Cone meaning

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The diaphragm of a speaker, usually cone-shaped.
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The definition of a cone is anything with a circular surface on one end and one point at the other end where all sides or lines meet, or the reproductive, seed-bearing growth of a pine tree.

An example of a cone is a funnel.

An example of a cone is the waffle pastry in which ice cream is served.

An example of a cone is the brown scaly growth which is attached to wreathes.

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To shape like a cone or a conical segment.
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(physiology) One of the photoreceptors in the retina of the eye that is responsible for daylight and color vision. These photoreceptors are most densely concentrated in the fovea centralis, creating the area of greatest visual acuity.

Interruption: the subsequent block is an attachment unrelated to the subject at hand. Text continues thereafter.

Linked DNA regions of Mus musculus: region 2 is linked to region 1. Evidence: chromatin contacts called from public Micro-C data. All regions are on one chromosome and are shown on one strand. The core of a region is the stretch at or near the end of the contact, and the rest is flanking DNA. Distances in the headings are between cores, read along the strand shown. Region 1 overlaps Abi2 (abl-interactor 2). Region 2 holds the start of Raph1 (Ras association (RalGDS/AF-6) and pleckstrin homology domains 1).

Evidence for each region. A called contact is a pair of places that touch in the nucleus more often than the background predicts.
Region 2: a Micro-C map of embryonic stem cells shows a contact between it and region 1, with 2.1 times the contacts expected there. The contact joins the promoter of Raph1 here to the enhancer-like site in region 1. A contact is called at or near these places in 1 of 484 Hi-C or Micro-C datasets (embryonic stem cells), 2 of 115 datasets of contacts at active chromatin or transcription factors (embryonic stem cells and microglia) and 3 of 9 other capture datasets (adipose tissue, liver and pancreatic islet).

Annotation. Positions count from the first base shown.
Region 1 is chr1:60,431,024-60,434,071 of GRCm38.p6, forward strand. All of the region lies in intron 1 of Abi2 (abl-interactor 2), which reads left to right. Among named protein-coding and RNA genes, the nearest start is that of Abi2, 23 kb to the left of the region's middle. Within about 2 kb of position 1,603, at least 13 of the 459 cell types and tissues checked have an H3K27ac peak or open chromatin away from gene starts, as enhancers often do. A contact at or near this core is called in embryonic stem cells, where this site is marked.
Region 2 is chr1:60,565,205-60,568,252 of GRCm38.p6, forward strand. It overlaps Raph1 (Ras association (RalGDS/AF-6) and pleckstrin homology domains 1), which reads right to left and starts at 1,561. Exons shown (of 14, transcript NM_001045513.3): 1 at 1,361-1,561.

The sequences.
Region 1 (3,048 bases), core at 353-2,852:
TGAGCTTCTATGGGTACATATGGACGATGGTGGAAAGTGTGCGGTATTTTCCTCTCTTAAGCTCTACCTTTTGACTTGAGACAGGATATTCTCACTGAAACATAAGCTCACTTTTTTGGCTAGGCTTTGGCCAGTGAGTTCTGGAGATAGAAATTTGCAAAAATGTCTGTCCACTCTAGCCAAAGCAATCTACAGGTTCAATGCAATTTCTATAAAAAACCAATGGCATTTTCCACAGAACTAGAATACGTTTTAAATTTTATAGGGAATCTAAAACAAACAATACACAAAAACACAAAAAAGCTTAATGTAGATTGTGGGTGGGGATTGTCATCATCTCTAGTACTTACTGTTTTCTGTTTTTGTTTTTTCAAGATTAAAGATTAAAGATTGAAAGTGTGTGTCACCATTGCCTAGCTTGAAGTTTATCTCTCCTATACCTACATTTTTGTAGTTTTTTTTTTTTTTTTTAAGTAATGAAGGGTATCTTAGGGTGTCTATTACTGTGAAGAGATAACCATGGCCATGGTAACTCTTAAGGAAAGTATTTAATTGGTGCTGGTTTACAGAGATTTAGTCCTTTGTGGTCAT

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Any of various gastropod mollusks of the family Conidae of tropical and subtropical seas that have a conical, often vividly marked shell and that inject their prey with poisonous toxins, which can be fatal to humans.
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To shape (something) like a cone or a segment of one.
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Any object or mass shaped like a cone.
  • A crisp shell of pastry for holding a scoop of ice cream.
  • The peak of a volcano.
  • Any of various machine parts.